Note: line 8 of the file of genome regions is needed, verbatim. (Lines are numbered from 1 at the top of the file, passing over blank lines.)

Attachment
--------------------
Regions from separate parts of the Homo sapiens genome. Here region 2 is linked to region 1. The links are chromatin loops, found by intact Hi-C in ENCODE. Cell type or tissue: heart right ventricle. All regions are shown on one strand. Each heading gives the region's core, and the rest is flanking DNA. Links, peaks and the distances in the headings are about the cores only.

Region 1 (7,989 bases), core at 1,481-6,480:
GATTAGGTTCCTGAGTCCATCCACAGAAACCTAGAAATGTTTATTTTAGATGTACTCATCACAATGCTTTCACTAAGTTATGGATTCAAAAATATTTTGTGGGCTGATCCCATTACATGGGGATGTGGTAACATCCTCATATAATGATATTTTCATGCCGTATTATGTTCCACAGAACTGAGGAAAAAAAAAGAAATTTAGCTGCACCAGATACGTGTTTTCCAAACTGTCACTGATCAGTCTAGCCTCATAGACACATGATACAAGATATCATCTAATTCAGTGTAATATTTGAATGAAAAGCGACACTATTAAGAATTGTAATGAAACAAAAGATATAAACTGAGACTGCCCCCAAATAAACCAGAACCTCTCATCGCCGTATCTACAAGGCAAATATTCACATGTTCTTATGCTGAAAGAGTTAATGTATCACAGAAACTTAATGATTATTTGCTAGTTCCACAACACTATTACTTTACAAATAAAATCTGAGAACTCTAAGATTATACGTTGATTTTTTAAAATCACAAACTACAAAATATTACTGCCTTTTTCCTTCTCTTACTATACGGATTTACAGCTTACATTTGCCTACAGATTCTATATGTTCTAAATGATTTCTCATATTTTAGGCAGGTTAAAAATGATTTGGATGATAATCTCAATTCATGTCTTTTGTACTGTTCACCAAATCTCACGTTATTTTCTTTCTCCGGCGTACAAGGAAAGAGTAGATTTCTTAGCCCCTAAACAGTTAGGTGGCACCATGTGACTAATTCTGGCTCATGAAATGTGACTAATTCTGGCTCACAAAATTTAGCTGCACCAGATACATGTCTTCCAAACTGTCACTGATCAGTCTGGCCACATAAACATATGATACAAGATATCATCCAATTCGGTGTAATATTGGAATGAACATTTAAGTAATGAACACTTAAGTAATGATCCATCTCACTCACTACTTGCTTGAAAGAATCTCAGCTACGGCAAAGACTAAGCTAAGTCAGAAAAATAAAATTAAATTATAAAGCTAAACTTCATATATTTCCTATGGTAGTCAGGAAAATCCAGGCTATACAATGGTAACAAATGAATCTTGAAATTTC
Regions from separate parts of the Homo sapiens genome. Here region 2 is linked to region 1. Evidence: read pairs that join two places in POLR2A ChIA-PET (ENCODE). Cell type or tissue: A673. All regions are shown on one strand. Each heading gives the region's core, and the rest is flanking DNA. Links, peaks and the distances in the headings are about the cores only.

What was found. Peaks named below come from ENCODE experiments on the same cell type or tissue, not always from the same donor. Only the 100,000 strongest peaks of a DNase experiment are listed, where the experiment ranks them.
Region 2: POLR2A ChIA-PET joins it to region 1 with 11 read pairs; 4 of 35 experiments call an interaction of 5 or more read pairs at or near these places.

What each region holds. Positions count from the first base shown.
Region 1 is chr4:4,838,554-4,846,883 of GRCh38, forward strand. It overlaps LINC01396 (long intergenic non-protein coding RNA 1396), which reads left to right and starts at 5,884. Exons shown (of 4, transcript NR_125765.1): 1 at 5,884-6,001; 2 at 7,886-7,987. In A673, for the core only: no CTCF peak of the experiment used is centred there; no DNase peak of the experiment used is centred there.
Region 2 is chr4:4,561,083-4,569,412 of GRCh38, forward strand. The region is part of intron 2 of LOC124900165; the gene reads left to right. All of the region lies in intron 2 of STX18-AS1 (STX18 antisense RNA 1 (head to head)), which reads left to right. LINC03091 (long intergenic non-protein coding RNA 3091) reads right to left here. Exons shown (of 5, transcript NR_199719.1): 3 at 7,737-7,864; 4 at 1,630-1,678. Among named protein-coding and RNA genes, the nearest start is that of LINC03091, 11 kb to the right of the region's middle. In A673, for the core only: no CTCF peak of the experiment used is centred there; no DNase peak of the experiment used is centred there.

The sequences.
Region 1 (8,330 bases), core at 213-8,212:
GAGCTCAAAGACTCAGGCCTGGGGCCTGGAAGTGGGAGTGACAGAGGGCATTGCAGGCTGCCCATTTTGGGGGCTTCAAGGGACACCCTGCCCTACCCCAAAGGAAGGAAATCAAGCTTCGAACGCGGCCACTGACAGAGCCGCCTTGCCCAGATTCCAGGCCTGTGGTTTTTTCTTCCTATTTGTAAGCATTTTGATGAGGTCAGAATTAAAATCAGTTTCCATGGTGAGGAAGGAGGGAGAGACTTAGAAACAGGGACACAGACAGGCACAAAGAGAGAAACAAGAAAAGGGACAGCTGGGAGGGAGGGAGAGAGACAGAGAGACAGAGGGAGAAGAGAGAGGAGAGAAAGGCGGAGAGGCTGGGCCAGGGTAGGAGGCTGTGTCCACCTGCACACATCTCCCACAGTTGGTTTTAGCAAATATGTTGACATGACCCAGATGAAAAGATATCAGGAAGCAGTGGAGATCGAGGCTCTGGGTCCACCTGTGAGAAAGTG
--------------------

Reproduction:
Region 1 is chr4:4,838,554-4,846,883 of GRCh38, forward strand. It overlaps LINC01396 (long intergenic non-protein coding RNA 1396), which reads left to right and starts at 5,884. Exons shown (of 4, transcript NR_125765.1): 1 at 5,884-6,001; 2 at 7,886-7,987. In A673, for the core only: no CTCF peak of the experiment used is centred there; no DNase peak of the experiment used is centred there.